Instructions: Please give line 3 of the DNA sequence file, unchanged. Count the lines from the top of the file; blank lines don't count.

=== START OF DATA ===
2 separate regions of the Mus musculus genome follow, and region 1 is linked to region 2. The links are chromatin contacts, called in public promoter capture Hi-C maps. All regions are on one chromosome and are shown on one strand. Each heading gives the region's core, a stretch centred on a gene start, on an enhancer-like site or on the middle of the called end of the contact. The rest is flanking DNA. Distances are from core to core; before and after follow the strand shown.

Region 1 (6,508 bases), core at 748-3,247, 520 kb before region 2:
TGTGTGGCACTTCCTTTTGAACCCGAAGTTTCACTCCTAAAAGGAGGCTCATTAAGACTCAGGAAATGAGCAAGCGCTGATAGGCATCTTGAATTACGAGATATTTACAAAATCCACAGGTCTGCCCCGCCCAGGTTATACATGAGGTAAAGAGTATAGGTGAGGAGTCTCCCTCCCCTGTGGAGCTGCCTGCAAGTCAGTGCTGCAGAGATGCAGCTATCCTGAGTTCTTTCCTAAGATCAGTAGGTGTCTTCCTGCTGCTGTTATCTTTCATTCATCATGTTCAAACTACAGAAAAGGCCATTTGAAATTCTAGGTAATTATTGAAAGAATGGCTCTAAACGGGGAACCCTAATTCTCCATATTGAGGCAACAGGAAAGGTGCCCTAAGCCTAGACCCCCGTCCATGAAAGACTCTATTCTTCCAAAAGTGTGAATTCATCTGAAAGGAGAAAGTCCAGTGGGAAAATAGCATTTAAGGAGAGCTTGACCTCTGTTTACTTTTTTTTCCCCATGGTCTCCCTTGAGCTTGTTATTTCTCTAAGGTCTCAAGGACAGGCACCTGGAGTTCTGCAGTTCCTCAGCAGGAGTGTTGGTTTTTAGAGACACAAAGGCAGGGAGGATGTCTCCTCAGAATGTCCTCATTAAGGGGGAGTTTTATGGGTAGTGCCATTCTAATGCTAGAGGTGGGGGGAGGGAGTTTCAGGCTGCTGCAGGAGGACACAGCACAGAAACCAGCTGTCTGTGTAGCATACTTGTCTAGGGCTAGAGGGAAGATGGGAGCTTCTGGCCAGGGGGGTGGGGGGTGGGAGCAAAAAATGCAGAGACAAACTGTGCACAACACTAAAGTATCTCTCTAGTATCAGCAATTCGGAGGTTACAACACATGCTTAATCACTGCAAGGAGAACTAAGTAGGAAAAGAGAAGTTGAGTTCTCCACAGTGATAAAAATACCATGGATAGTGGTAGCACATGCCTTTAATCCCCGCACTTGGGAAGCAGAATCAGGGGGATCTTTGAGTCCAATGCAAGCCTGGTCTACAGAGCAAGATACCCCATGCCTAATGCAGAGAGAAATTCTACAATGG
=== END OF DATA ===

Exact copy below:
TGTGTGGCACTTCCTTTTGAACCCGAAGTTTCACTCCTAAAAGGAGGCTCATTAAGACTCAGGAAATGAGCAAGCGCTGATAGGCATCTTGAATTACGAGATATTTACAAAATCCACAGGTCTGCCCCGCCCAGGTTATACATGAGGTAAAGAGTATAGGTGAGGAGTCTCCCTCCCCTGTGGAGCTGCCTGCAAGTCAGTGCTGCAGAGATGCAGCTATCCTGAGTTCTTTCCTAAGATCAGTAGGTGTCTTCCTGCTGCTGTTATCTTTCATTCATCATGTTCAAACTACAGAAAAGGCCATTTGAAATTCTAGGTAATTATTGAAAGAATGGCTCTAAACGGGGAACCCTAATTCTCCATATTGAGGCAACAGGAAAGGTGCCCTAAGCCTAGACCCCCGTCCATGAAAGACTCTATTCTTCCAAAAGTGTGAATTCATCTGAAAGGAGAAAGTCCAGTGGGAAAATAGCATTTAAGGAGAGCTTGACCTCTGTTTACTTTTTTTTCCCCATGGTCTCCCTTGAGCTTGTTATTTCTCTAAGGTCTCAAGGACAGGCACCTGGAGTTCTGCAGTTCCTCAGCAGGAGTGTTGGTTTTTAGAGACACAAAGGCAGGGAGGATGTCTCCTCAGAATGTCCTCATTAAGGGGGAGTTTTATGGGTAGTGCCATTCTAATGCTAGAGGTGGGGGGAGGGAGTTTCAGGCTGCTGCAGGAGGACACAGCACAGAAACCAGCTGTCTGTGTAGCATACTTGTCTAGGGCTAGAGGGAAGATGGGAGCTTCTGGCCAGGGGGGTGGGGGGTGGGAGCAAAAAATGCAGAGACAAACTGTGCACAACACTAAAGTATCTCTCTAGTATCAGCAATTCGGAGGTTACAACACATGCTTAATCACTGCAAGGAGAACTAAGTAGGAAAAGAGAAGTTGAGTTCTCCACAGTGATAAAAATACCATGGATAGTGGTAGCACATGCCTTTAATCCCCGCACTTGGGAAGCAGAATCAGGGGGATCTTTGAGTCCAATGCAAGCCTGGTCTACAGAGCAAGATACCCCATGCCTAATGCAGAGAGAAATTCTACAATGG